Prince William tells Norfolk teenager: “My Mother would be so proud of you”
PUBLISHED: 17:01 04 December 2019 | UPDATED: 17:02 04 December 2019
“My Mother would be so proud of you” Prince William tells Norfolk teenager who has refused to let her painful health condition stop her from helping other young people and raising cash for charity and who has won a Legacy Award.
An inspirational teenager from Norfolk whose own experience of living with a painful health condition has inspired her to fight for other young people and raise money for the hospital that treats her has been given a Legacy Award in memory of Princess Diana.
Norwich High schoolgirl Ezara-Mai Downes, 15, was one of 20 outstanding young people who was awarded the prestigious honour at the award ceremony last week.
Prince William hosted a reception for the nominated youngsters at Kensington Palace, telling them that the awards were a continuation of Princess Diana's legacy and her belief that young people have the power to change the world for the better.
The Legacy Award is handed out every two years, and winners are only eligible if they have previously received a Diana Award within the two-year period. This year's winners include young people from the UK, Canada, Tanzania, Malaysia, Nepal, Nigeria and India.
Winners are determined by an independent judging panel, which included Baroness Lawrence, Holly Branson, and Alex Cruz.
After the reception with the Duke of Cambridge, where he congratulated each of the winners and spoke to them about their work that had led them to receive the award, Ezara-Mai and the other young people were presented with their awards by Earl Spencer, Princess Diana's brother.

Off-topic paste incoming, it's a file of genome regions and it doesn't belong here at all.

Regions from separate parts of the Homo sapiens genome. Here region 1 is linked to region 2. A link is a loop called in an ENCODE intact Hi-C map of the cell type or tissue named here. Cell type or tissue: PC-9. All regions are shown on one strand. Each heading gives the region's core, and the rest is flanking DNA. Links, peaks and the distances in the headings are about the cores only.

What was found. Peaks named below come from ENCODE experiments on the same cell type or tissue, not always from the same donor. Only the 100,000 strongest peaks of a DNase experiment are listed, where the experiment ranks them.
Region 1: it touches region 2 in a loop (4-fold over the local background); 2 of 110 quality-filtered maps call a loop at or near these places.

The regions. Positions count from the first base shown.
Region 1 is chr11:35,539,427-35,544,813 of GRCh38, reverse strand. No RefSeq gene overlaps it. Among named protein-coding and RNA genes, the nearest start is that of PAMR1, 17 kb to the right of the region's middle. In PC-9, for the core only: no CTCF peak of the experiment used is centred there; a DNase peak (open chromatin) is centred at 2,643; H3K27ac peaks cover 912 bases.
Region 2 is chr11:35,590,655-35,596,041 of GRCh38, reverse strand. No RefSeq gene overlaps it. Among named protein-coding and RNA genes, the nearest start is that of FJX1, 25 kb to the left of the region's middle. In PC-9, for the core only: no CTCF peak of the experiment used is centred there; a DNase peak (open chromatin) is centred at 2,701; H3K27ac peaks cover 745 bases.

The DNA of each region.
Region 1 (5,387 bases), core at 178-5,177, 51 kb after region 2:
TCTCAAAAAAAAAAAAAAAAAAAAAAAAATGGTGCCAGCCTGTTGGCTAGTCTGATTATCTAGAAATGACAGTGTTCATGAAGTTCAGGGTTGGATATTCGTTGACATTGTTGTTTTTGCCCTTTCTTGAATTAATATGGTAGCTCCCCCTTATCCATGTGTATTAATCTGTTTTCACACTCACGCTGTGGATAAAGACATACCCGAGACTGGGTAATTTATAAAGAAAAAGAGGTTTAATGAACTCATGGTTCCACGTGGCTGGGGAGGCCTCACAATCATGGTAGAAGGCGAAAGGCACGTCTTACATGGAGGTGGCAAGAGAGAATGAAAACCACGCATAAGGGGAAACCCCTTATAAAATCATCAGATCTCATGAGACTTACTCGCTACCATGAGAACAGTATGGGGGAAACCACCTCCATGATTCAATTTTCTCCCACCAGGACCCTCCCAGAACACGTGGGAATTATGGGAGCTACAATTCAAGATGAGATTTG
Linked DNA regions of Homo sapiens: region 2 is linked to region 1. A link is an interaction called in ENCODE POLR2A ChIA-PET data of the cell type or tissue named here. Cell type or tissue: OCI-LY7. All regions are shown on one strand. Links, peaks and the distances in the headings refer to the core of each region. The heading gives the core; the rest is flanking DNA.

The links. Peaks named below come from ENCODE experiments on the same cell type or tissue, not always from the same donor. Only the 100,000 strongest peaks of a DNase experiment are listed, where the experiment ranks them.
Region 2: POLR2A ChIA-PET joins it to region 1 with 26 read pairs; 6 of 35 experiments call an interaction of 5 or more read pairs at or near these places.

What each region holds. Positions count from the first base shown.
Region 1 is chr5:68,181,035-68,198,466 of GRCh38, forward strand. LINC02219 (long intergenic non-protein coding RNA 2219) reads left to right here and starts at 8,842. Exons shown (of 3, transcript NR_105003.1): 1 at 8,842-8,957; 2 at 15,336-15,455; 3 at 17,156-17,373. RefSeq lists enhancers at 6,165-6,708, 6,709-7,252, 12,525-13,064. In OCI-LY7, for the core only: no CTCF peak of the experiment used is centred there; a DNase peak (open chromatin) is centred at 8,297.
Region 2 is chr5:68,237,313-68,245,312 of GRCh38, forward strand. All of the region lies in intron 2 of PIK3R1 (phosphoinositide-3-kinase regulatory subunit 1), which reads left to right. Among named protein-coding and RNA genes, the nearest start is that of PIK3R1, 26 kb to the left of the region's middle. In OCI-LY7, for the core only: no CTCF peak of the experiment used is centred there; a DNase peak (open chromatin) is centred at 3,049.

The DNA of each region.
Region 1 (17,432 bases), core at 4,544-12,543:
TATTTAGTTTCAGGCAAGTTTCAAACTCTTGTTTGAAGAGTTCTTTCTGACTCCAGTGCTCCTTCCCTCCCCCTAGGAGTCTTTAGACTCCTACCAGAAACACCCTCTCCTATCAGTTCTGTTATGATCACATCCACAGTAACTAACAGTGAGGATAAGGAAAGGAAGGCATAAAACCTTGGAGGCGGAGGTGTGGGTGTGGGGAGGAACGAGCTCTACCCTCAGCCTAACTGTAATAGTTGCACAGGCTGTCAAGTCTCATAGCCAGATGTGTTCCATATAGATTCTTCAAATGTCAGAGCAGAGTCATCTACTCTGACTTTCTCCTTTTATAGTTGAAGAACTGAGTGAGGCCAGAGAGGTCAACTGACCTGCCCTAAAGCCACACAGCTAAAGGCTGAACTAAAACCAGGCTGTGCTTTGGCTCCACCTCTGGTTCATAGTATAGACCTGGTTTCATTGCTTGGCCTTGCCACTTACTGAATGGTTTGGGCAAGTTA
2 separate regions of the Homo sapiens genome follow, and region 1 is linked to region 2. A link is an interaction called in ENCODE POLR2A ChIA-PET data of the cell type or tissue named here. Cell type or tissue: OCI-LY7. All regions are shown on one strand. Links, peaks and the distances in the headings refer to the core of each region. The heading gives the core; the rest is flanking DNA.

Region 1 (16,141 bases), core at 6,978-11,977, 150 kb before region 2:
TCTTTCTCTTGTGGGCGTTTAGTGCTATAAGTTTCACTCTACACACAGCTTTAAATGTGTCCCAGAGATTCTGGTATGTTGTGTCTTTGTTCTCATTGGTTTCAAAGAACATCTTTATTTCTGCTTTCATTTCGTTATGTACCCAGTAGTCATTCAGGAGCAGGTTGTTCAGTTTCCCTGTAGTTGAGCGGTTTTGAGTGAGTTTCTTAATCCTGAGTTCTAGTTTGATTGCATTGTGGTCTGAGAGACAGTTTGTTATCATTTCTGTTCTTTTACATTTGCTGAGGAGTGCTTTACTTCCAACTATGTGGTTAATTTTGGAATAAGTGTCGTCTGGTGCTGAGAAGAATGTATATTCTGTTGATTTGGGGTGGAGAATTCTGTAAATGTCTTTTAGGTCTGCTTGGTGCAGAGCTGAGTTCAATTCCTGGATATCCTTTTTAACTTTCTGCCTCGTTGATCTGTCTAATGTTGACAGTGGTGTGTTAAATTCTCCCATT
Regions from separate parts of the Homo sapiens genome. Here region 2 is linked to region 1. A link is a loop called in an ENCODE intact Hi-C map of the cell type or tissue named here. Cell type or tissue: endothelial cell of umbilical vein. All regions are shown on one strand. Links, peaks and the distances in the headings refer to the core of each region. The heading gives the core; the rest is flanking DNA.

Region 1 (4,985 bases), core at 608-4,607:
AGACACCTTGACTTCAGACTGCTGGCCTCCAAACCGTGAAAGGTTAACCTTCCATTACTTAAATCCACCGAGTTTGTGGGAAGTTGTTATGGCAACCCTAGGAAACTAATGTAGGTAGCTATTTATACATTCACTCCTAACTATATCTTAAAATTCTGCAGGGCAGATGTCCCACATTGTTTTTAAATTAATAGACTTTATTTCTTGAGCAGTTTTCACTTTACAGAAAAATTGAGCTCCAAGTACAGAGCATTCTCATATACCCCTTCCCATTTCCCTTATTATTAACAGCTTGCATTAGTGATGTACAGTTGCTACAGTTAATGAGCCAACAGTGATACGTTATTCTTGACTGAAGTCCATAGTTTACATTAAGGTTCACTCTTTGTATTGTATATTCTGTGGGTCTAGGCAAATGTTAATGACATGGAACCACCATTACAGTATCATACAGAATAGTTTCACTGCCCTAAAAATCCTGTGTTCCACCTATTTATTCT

Ezara-Mai received the Legacy Award for her successful efforts to make changes within the health sector to ensure every young person's voice is heard, working closely with the young people's forum at Great Ormond Street Hospital (GOSH).
You may also want to watch:
She is a committed fundraiser for Great Ormond Street Hospital for Children and works closely with geneticist and educating young people on genome testing.
The teenager has an extremely rare condition called Juvenile Dermatomyositis (JDM) which affects the muscles and skin and can cause a range of symptoms, the worst of which is extreme muscle pain - but she has refused to let her diagnosis rule her life and in addition to her charity and youth work is an award-winning dancer with a cabinet full of trophies.
Through Team Ezara, she has raised over £17,000 for Great Ormond Street Hospital (GOSH) and her goal is to raise £100,000 by 2025 and by raising awareness and increasing learning in professionals working in the genetics field, and the wider public she is building a future for high-quality genetic research, aiming to improve treatments and services.
Tessy Ojo, chief executive of The Diana Awards said: "This is a landmark event for The Diana Award as we celebrate our 20th anniversary year. This ceremony is about celebrating young people for their selfless contribution to society, their courage and bravery, and demonstrating to young people that we value them.
"We believe that valuing young people means investing in them so we are delighted that our Legacy Award recipients will have access to our unique development programme ensuring they continue to be positive trailblazers for their generation."
The Award recipients will have access to a two-year development programme which will look to enhance leadership, community development, social entrepreneurship and technology.
"It is an honour to receive the legacy award in memory of Princess Diana. I have had such an amazing few days networking with inspirational change makers, taking part in workshops and developing my skills," said Ezara-Mai.
"I have been so inspired by all the other recipients of the award who I can now call my friends."
The Legacy Award is the most prestigious accolade a young person can receive for their social action or humanitarian work. The Diana Award fosters, develops and inspires positive change in the lives of young people through three key programmes which include; a mentoring programme for young people at risk, a youth-led anti-bullying ambassador campaign and a prestigious award which publicly recognises young people - The Diana Award.
If you value what this story gives you, please consider supporting the Eastern Daily Press. Click the link in the orange box above for details.